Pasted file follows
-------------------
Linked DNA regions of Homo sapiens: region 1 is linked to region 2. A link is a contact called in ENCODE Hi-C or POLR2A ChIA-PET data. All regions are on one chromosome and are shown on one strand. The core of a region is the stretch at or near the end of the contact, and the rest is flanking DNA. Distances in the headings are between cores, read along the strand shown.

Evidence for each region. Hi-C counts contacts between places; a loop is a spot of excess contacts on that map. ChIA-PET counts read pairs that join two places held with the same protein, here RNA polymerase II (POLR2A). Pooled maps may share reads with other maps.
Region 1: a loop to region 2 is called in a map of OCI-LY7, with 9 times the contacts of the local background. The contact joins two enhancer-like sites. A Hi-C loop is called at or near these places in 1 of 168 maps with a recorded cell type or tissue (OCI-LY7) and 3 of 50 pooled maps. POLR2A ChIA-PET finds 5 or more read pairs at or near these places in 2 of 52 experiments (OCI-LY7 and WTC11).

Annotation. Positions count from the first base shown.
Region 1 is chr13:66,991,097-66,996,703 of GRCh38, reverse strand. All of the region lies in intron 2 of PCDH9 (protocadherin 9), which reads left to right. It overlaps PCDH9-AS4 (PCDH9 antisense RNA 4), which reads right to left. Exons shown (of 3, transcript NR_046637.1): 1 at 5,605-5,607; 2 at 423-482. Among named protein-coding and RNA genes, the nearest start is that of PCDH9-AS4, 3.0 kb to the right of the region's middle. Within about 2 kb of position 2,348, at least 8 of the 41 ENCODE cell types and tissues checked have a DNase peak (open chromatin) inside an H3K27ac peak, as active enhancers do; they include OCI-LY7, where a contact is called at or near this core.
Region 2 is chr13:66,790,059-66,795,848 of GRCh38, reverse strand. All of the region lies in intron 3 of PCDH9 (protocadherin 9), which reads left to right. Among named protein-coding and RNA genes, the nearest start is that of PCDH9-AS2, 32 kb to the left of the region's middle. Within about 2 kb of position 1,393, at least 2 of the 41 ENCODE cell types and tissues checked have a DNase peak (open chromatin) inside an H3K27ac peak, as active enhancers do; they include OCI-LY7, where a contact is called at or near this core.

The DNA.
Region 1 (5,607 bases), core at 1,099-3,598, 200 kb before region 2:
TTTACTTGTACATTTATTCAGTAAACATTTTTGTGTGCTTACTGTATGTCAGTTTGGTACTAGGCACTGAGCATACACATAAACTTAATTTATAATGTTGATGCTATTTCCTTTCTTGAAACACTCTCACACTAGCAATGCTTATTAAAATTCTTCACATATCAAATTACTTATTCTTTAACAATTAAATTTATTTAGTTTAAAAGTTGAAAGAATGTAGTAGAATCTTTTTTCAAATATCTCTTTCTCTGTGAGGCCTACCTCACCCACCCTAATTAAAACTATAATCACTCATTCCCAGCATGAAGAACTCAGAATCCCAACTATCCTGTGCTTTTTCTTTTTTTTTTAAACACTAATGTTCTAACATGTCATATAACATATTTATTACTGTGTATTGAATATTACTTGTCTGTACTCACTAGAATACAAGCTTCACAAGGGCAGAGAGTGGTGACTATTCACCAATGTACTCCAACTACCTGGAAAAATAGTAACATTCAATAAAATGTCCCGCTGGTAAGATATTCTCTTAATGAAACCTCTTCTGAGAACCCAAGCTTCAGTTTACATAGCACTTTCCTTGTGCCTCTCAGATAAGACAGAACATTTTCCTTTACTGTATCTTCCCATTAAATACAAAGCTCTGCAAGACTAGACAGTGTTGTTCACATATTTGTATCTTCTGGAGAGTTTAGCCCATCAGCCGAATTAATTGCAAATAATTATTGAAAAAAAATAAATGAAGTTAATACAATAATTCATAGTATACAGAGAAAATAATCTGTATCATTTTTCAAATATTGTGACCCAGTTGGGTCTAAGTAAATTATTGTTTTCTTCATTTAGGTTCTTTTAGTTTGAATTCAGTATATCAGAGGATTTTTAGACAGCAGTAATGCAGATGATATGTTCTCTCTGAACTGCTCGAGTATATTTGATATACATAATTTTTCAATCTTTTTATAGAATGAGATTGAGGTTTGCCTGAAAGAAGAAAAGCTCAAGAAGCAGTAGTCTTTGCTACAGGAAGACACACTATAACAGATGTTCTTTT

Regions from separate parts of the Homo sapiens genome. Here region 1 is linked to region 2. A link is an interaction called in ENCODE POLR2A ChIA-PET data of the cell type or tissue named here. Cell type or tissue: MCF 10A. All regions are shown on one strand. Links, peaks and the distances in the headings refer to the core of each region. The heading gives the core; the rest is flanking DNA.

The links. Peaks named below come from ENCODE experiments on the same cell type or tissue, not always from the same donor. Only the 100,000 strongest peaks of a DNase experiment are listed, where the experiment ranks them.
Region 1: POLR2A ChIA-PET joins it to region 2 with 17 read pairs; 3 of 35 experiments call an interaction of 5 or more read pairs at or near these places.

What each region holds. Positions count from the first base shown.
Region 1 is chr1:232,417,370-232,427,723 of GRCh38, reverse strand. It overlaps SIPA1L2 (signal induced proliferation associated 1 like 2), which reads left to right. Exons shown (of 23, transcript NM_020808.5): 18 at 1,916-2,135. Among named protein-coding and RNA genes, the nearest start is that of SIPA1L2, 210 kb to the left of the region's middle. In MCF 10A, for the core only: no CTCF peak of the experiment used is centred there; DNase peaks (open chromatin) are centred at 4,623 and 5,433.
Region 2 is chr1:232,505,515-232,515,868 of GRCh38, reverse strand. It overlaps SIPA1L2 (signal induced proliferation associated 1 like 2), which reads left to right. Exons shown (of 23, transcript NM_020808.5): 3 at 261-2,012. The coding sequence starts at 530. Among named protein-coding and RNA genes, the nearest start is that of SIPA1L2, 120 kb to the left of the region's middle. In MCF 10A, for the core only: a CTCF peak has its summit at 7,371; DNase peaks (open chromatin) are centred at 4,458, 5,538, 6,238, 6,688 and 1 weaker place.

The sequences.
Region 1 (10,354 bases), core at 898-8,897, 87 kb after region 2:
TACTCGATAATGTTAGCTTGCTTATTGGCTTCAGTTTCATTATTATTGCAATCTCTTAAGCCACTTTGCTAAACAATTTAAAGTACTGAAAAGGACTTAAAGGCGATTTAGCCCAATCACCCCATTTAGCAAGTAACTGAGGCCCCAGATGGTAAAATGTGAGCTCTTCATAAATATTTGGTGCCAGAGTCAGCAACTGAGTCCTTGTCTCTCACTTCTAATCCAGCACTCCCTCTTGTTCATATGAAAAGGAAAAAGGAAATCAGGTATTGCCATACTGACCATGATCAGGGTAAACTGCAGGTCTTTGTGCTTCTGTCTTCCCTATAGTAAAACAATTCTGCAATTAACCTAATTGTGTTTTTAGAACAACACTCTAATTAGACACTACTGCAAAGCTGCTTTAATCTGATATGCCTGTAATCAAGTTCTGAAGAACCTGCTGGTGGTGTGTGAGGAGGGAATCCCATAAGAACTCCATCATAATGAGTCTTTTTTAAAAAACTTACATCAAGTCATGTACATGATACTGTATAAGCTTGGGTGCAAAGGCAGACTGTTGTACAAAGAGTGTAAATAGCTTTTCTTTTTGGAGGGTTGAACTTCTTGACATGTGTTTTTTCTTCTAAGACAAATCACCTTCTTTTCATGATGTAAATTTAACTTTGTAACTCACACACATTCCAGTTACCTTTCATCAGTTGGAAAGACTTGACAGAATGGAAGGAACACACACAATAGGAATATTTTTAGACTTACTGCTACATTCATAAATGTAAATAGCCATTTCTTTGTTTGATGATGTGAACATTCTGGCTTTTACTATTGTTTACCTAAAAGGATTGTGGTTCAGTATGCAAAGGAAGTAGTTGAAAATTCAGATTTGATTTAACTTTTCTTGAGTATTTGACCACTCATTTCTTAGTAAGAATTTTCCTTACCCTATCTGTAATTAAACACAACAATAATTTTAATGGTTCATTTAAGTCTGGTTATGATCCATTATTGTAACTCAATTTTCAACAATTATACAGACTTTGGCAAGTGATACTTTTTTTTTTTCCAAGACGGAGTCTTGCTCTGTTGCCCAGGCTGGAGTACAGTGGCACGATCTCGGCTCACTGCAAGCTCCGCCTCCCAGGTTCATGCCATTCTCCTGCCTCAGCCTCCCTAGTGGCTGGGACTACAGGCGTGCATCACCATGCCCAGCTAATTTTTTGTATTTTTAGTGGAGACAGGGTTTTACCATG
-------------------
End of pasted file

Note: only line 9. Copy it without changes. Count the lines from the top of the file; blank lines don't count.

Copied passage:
TTTACTTGTACATTTATTCAGTAAACATTTTTGTGTGCTTACTGTATGTCAGTTTGGTACTAGGCACTGAGCATACACATAAACTTAATTTATAATGTTGATGCTATTTCCTTTCTTGAAACACTCTCACACTAGCAATGCTTATTAAAATTCTTCACATATCAAATTACTTATTCTTTAACAATTAAATTTATTTAGTTTAAAAGTTGAAAGAATGTAGTAGAATCTTTTTTCAAATATCTCTTTCTCTGTGAGGCCTACCTCACCCACCCTAATTAAAACTATAATCACTCATTCCCAGCATGAAGAACTCAGAATCCCAACTATCCTGTGCTTTTTCTTTTTTTTTTAAACACTAATGTTCTAACATGTCATATAACATATTTATTACTGTGTATTGAATATTACTTGTCTGTACTCACTAGAATACAAGCTTCACAAGGGCAGAGAGTGGTGACTATTCACCAATGTACTCCAACTACCTGGAAAAATAGTAACATTCAATAAAATGTCCCGCTGGTAAGATATTCTCTTAATGAAACCTCTTCTGAGAACCCAAGCTTCAGTTTACATAGCACTTTCCTTGTGCCTCTCAGATAAGACAGAACATTTTCCTTTACTGTATCTTCCCATTAAATACAAAGCTCTGCAAGACTAGACAGTGTTGTTCACATATTTGTATCTTCTGGAGAGTTTAGCCCATCAGCCGAATTAATTGCAAATAATTATTGAAAAAAAATAAATGAAGTTAATACAATAATTCATAGTATACAGAGAAAATAATCTGTATCATTTTTCAAATATTGTGACCCAGTTGGGTCTAAGTAAATTATTGTTTTCTTCATTTAGGTTCTTTTAGTTTGAATTCAGTATATCAGAGGATTTTTAGACAGCAGTAATGCAGATGATATGTTCTCTCTGAACTGCTCGAGTATATTTGATATACATAATTTTTCAATCTTTTTATAGAATGAGATTGAGGTTTGCCTGAAAGAAGAAAAGCTCAAGAAGCAGTAGTCTTTGCTACAGGAAGACACACTATAACAGATGTTCTTTT